Some smallish pockets of the Web have shared grief at the death of Richard Rorty; not, so far as I can tell, as wide and deep a mourning as lamented the death of his French counterpart, Jacques Derrida. While it’s silly to rank philosophers — as though their value could be weighed out in carats — I’d wish for Prof. Rorty more appreciative response. More to the point, I wish that fewer people were so willing publicly to disdain his standing, as though the nation were overrun with philosophically-minded sales managers, copy editors, and small-animal veterinarians who out-thought Rorty in their free time. Professional standing doesn’t make all the difference in the world, but when one calls into question the institutional discernment of the community of professional peers, one had better bring some strong arguments to the table. Jürgen Habermas, frequent opponent of Rorty on topics philosophical, allowed that “Among contemporary philosophers, I know of none who equalled Rorty in confronting his colleagues – and not only them – over the decades with new perspectives, new insights and new formulations.”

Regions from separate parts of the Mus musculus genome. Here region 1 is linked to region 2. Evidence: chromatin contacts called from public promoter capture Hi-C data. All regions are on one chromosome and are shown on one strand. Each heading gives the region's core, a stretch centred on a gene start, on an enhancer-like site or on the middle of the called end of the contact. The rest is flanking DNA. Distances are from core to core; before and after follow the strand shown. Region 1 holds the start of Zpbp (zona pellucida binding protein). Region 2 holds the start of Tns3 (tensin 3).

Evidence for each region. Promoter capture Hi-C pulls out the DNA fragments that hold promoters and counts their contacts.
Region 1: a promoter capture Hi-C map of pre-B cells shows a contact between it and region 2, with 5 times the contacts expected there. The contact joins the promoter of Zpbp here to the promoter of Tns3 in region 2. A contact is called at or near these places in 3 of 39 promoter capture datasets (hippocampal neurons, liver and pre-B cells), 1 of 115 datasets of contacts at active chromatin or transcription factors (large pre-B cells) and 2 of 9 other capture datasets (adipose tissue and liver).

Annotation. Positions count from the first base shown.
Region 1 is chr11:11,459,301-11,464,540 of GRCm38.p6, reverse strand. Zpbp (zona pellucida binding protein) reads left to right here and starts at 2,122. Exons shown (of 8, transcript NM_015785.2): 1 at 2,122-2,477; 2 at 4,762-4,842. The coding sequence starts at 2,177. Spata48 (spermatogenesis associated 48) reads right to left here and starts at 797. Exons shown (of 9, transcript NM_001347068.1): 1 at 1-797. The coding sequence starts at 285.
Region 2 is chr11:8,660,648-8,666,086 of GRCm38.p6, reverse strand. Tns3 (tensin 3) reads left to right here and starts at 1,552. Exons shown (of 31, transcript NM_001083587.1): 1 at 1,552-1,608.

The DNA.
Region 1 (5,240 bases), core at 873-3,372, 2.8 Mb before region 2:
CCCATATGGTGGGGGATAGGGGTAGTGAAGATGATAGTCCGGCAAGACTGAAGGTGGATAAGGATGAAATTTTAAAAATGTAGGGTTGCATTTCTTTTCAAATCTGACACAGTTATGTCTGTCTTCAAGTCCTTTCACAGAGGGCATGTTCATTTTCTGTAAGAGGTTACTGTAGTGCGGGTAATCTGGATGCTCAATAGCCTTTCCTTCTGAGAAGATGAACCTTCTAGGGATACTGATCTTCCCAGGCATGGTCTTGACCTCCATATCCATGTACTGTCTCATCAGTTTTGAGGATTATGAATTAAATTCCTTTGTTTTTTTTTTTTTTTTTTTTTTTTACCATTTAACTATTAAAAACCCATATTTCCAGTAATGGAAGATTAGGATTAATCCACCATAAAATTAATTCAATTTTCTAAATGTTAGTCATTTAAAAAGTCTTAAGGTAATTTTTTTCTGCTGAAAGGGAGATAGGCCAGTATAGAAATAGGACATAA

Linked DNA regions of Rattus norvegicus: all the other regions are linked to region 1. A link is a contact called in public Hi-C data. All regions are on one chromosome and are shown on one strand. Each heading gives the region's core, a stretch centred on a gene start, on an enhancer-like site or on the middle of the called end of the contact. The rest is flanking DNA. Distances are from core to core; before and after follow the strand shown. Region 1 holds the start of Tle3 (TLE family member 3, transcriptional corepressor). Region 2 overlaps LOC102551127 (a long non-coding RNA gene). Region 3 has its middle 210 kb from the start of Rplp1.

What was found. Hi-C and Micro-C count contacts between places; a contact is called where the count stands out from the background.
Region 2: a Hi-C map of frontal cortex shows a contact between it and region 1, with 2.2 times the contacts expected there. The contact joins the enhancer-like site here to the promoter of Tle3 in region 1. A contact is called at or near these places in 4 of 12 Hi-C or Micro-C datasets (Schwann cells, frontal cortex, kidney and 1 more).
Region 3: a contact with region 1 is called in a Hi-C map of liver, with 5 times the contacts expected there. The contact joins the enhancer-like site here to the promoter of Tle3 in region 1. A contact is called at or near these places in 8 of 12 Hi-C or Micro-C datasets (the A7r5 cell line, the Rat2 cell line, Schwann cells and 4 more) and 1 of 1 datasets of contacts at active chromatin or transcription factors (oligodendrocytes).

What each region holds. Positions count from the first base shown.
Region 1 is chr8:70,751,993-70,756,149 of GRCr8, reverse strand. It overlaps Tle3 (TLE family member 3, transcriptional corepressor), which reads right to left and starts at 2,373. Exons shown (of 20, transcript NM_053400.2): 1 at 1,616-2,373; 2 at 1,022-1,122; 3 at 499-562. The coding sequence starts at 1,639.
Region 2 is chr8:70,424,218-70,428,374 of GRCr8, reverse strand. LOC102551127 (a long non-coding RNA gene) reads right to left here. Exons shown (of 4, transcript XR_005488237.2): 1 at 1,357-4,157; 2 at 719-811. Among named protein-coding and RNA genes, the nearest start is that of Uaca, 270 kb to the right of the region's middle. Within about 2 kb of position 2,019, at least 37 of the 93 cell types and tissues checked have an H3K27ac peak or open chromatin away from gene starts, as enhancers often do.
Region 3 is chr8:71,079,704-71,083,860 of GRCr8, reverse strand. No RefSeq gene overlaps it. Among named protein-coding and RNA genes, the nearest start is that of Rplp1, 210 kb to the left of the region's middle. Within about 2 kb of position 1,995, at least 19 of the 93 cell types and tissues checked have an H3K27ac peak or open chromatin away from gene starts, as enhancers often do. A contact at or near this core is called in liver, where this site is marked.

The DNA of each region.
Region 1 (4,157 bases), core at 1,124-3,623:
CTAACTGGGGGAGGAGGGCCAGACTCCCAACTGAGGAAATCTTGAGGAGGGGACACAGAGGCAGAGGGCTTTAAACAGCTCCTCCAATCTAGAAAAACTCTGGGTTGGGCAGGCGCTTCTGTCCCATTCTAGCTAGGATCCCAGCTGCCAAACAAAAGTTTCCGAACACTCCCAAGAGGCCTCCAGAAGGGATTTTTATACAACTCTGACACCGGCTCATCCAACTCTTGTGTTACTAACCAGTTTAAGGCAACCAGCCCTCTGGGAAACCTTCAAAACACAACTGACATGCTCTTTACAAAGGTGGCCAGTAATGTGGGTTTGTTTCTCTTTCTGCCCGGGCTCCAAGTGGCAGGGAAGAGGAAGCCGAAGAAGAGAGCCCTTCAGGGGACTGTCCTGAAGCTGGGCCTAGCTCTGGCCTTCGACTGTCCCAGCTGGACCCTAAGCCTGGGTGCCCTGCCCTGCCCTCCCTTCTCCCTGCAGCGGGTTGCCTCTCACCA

Rorty exemplifies many of the qualities I most cherish in an intellectual, and some that irritate me. In those areas where we part ways, he may (after all) be right; he’s not the only atheist on the block, nor even the smartest, and certainly (thank heaven) not the most derisive. He made one of the strongest arguments for liberal democracy that I can imagine, even as I wince at reverence for the idols of liberalism. Rorty offered the world his greatest gifts: a capacity to diagnose overinflated claims about truth and reality, an appreciation for American philosophers in the strength of their cultural context, an unswerving dedication to justice and “the general welfare.”
I will miss him — as an articulate writer, as a clear-sighted philosopher, as a judicious opponent of theology. I learn discipleship more from challenging intellectual, ethical adversaries than from scornful yea-sayers.
thank you for posting this. no longer connected to academe, i would not have known.